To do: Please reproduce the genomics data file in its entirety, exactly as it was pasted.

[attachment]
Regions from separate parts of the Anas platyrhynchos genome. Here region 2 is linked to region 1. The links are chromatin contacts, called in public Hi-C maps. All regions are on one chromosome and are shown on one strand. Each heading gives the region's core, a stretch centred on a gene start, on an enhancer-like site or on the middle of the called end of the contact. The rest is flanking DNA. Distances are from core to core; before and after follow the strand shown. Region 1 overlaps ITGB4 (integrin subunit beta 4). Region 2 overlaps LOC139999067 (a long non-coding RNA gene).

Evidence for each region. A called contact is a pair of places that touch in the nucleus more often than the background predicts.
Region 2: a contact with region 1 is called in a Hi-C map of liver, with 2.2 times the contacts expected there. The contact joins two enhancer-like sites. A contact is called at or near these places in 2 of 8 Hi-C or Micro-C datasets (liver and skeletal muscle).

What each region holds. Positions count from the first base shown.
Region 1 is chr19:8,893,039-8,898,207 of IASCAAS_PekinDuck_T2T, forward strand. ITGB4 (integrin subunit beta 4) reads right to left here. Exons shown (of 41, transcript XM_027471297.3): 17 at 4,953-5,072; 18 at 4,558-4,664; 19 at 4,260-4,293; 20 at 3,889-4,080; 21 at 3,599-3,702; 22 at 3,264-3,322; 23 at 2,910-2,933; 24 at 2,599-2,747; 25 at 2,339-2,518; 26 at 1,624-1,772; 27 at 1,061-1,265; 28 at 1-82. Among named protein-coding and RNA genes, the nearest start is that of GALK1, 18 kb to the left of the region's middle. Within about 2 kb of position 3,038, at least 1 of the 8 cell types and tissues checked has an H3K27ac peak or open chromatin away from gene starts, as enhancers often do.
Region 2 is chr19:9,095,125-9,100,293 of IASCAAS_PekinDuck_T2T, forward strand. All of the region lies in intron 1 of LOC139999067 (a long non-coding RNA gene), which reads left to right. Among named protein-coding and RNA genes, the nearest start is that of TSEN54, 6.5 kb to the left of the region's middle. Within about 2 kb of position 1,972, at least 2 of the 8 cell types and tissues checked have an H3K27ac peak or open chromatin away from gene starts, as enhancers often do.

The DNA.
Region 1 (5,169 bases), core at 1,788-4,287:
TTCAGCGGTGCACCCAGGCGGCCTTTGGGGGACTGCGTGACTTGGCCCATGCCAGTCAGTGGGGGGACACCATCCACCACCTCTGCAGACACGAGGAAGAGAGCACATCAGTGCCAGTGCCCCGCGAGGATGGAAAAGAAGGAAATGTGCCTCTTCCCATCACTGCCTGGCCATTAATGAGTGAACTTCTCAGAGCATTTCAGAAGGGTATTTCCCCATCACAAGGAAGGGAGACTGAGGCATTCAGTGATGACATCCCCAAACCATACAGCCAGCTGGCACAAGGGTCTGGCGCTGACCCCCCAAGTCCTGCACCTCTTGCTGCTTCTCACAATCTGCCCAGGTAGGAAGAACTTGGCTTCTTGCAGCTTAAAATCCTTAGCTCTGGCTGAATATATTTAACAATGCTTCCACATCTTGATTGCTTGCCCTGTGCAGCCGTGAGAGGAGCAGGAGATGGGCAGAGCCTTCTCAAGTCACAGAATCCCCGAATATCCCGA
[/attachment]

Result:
Regions from separate parts of the Anas platyrhynchos genome. Here region 2 is linked to region 1. The links are chromatin contacts, called in public Hi-C maps. All regions are on one chromosome and are shown on one strand. Each heading gives the region's core, a stretch centred on a gene start, on an enhancer-like site or on the middle of the called end of the contact. The rest is flanking DNA. Distances are from core to core; before and after follow the strand shown. Region 1 overlaps ITGB4 (integrin subunit beta 4). Region 2 overlaps LOC139999067 (a long non-coding RNA gene).

Evidence for each region. A called contact is a pair of places that touch in the nucleus more often than the background predicts.
Region 2: a contact with region 1 is called in a Hi-C map of liver, with 2.2 times the contacts expected there. The contact joins two enhancer-like sites. A contact is called at or near these places in 2 of 8 Hi-C or Micro-C datasets (liver and skeletal muscle).

What each region holds. Positions count from the first base shown.
Region 1 is chr19:8,893,039-8,898,207 of IASCAAS_PekinDuck_T2T, forward strand. ITGB4 (integrin subunit beta 4) reads right to left here. Exons shown (of 41, transcript XM_027471297.3): 17 at 4,953-5,072; 18 at 4,558-4,664; 19 at 4,260-4,293; 20 at 3,889-4,080; 21 at 3,599-3,702; 22 at 3,264-3,322; 23 at 2,910-2,933; 24 at 2,599-2,747; 25 at 2,339-2,518; 26 at 1,624-1,772; 27 at 1,061-1,265; 28 at 1-82. Among named protein-coding and RNA genes, the nearest start is that of GALK1, 18 kb to the left of the region's middle. Within about 2 kb of position 3,038, at least 1 of the 8 cell types and tissues checked has an H3K27ac peak or open chromatin away from gene starts, as enhancers often do.
Region 2 is chr19:9,095,125-9,100,293 of IASCAAS_PekinDuck_T2T, forward strand. All of the region lies in intron 1 of LOC139999067 (a long non-coding RNA gene), which reads left to right. Among named protein-coding and RNA genes, the nearest start is that of TSEN54, 6.5 kb to the left of the region's middle. Within about 2 kb of position 1,972, at least 2 of the 8 cell types and tissues checked have an H3K27ac peak or open chromatin away from gene starts, as enhancers often do.

The DNA.
Region 1 (5,169 bases), core at 1,788-4,287:
TTCAGCGGTGCACCCAGGCGGCCTTTGGGGGACTGCGTGACTTGGCCCATGCCAGTCAGTGGGGGGACACCATCCACCACCTCTGCAGACACGAGGAAGAGAGCACATCAGTGCCAGTGCCCCGCGAGGATGGAAAAGAAGGAAATGTGCCTCTTCCCATCACTGCCTGGCCATTAATGAGTGAACTTCTCAGAGCATTTCAGAAGGGTATTTCCCCATCACAAGGAAGGGAGACTGAGGCATTCAGTGATGACATCCCCAAACCATACAGCCAGCTGGCACAAGGGTCTGGCGCTGACCCCCCAAGTCCTGCACCTCTTGCTGCTTCTCACAATCTGCCCAGGTAGGAAGAACTTGGCTTCTTGCAGCTTAAAATCCTTAGCTCTGGCTGAATATATTTAACAATGCTTCCACATCTTGATTGCTTGCCCTGTGCAGCCGTGAGAGGAGCAGGAGATGGGCAGAGCCTTCTCAAGTCACAGAATCCCCGAATATCCCGA